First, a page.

A US Court of Appeals ruling that Google broke the law when it gathered unsecured Wi-Fi data when collecting images for Streetview has opened the way for a group of users to claim for damages.
The court said: "Even if it is commonplace for members of the general public to connect to a neighbour's unencrypted wi-fi network, members of the public do not typically mistakenly intercept, store and decode data transmitted by other devices on the network."
The lawyer representing the plaintiffs said the case would be resumed.
Between 2008 and 2010, Google collected data from unsecured networks in 30 countries, including New Zealand. The data contained emails, user names, passwords, images and documents.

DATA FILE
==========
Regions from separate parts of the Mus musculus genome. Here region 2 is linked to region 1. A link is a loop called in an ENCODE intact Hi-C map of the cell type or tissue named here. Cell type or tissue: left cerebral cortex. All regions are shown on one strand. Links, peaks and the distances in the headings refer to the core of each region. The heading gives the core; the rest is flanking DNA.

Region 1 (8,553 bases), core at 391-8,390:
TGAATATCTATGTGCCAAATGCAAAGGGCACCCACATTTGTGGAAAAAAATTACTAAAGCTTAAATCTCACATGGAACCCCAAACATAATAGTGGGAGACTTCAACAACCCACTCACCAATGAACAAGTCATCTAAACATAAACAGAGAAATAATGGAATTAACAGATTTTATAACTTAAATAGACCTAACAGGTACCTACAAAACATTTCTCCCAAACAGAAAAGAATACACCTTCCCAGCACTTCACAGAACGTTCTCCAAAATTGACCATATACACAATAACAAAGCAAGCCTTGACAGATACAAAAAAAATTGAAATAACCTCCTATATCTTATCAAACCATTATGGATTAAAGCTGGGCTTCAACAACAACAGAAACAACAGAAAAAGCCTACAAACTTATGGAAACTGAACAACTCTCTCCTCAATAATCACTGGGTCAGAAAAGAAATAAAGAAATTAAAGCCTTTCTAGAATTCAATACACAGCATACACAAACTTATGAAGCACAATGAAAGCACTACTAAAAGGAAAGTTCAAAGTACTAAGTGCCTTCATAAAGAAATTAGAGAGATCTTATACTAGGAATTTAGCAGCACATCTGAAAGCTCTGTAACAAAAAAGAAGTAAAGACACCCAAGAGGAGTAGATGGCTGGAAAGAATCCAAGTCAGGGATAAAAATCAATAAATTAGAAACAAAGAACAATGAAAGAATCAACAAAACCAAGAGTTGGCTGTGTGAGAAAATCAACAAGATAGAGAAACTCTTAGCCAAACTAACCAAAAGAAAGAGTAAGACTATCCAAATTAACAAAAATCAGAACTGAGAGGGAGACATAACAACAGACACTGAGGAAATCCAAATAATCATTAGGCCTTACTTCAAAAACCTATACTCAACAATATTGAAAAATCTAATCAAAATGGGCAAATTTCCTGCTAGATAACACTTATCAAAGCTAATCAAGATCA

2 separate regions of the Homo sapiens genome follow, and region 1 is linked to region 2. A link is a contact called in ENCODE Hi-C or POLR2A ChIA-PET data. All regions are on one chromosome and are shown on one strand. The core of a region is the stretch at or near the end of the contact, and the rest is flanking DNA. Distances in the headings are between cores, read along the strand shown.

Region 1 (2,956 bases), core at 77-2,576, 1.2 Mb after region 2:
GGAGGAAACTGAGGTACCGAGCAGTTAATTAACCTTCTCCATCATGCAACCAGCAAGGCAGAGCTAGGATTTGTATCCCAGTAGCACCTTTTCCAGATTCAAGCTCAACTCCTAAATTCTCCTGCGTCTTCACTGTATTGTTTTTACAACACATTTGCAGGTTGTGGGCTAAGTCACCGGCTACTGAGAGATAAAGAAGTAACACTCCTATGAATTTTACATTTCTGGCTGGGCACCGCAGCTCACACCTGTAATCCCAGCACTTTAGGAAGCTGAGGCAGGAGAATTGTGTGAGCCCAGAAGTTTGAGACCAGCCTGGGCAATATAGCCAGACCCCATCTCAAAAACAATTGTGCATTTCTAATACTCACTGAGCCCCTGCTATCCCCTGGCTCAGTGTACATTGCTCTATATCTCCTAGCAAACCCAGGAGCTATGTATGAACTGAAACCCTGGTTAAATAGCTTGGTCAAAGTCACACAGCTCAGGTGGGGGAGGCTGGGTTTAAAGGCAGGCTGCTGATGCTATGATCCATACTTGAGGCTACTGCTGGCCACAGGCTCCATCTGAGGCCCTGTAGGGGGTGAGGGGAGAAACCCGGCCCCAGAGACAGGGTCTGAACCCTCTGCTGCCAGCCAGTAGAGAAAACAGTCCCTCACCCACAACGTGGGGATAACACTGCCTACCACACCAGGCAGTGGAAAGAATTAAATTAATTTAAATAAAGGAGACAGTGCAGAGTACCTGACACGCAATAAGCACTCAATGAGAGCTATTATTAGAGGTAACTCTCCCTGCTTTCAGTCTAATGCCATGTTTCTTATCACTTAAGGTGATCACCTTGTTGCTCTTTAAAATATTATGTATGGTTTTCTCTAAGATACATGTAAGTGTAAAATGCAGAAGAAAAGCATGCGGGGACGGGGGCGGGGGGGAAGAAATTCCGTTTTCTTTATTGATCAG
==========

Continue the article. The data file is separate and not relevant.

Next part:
It led Privacy Commissioner Marie Shroff to launch an investigation in May 2010. She found that Google was in breach of New Zealand privacy law.
Google subsequently announced that had been a mistaken collection of publicly broadcast payload data. It said it had made a commitment to the Commissioner to conduct a Privacy Impact Assessment.
In the US, Google has paid $US7 million in US fines to settle a case involving 38 states. As well as deleting all the harvested data, it was required to launch an employee training program about privacy and data use.
Sign up for CIO Asia eNewsletters.